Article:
OK, fellow Clemson fans, we’ve officially reached Threat Level Midnight with our Tigers. That means the following protocols must be put in place immediately.

  • Whatever you wore last Saturday, you will wear the rest of the season. You had to put on your ripped boxers with the loose waistline because you forgot to do laundry? Tough. You’ll wear those tattered bastards every Saturday and like it. Any change, ANY CHANGE, in your routine could cost us.
  • It’s time for a media blackout. ESPN pundits are on TV talking about Clemson? Switch over to Pawn Star Duck Hunters, or whatever the hell is on TV. You don’t read one word about Clemson, not one tweet. Who does Clemson play next week? You don’t know.
  • If anyone asks if Deshaun Watson has a chance to win — I won’t write the words here, but let’s just say they rhyme with Breisman Brophy — you turn around and walk away.

These measures may seem harsh, but everything you do from this point forward absolutely could affect whether Clemson wins or loses. We’re through the looking glass here, people. Don’t screw this up.

Be careful, Georgia, be very, very careful about wanting to fire Mark Richt


By Owen Driskill


We’ve been down this road, Georgia.

Back in 2009, Tennessee fans and I threw some Natural Light six packs into the back of Jimmy’s jeep, picked up a couple of hot chicks, and headed to Camp Crystal Lake for some high jinks. We thought we had it all, man. Who needed that old, Hall of Fame coach? Time to chill at the lake, crack a beer and sweet talk these chicks into skinny-dipping.

Yes, we ran into the creepy old guy at the gas station. He tried to warn us about Jason Voorhees. “Turn back,” he said, “or you’re doomed.”

We didn’t listen. Next thing you know, we got stabbed in the neck by a guy in a hockey mask (turned out to be Lane Kiffin). Just when that nightmare ended, here comes Derek Dooley, machete in hand, hacking away at our football program. His hair looked fantastic, though, even in the hockey mask.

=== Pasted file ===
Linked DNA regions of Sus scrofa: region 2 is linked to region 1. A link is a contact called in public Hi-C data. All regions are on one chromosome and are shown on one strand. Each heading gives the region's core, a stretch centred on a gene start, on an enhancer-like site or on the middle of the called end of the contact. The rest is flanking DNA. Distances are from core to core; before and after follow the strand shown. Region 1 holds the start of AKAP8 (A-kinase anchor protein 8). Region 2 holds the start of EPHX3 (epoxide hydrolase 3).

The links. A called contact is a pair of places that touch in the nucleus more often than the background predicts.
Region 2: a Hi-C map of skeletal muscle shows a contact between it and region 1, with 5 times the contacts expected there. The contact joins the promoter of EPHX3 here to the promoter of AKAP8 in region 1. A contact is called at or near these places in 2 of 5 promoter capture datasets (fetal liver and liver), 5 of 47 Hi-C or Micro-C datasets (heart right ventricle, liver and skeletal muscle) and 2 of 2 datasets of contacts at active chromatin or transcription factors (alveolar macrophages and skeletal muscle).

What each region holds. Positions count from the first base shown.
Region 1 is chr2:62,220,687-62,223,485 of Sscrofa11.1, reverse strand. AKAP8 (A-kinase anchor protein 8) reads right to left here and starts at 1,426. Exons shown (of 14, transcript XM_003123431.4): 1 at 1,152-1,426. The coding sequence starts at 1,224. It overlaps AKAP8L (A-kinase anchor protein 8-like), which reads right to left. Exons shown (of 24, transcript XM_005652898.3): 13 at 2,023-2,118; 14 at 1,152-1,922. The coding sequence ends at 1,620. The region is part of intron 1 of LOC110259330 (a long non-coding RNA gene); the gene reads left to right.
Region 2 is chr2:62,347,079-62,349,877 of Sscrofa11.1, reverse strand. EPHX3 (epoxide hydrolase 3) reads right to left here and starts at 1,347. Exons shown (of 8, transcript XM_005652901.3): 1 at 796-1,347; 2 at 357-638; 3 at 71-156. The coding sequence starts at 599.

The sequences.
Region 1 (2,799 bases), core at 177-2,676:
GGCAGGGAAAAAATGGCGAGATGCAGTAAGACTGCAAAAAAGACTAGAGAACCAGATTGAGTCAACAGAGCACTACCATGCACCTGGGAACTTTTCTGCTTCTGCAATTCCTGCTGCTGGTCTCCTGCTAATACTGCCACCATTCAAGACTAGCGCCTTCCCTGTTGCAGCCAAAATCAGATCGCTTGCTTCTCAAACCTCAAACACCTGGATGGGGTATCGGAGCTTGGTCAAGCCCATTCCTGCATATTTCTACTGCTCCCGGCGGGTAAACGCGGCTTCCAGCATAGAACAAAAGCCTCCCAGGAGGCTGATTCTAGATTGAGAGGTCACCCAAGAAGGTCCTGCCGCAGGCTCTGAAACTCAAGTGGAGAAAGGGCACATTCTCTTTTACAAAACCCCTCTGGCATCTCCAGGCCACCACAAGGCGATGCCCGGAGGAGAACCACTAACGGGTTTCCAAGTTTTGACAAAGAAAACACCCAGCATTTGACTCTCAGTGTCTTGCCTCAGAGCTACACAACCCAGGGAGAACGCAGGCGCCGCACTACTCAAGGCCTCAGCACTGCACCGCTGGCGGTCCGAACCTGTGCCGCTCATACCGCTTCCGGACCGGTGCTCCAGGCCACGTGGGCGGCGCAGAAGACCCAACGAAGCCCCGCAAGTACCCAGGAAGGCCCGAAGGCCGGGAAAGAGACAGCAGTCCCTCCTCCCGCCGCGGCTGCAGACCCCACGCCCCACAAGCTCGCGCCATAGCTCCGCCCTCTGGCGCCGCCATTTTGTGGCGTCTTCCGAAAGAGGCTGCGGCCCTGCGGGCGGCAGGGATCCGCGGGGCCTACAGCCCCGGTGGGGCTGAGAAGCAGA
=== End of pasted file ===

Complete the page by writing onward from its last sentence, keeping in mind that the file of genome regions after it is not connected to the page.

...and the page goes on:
Be careful, Georgia. Be careful about tossing aside Mark Richt and his nine wins a year for a beer-fueled trip to Camp Crystal Lake. You don’t understand how quickly your whole program can wind up chopped into little pieces to the point you are grateful for six wins and a Liberty Bowl bid.

If you must make a change, keep this in mind.

  • Be careful of hiring a “Georgia guy,” especially if Georgia Guy has never been a head coach.
  • Be careful of hiring The Opposite of Richt. Let’s be honest Tennessee fans. Until he bolted, we loved Kiffin. He was The Opposite of Fulmer, meaning he was brash and aggressive. He also lacked loyalty, character, experience, expertise, and management skills. But hey, at least he wasn’t Phil.

The bottom line, Georgia, is that if you let Richt go, either directly or by making it clear he is no longer welcome, the next hire will define your program for at least 10 years. We apparently passed on good options such as David Cutcliffe and Kevin Sumlin, and we got a machete in the back for our trouble.

Be careful, Georgia or you’re doomed. You’re all doomed.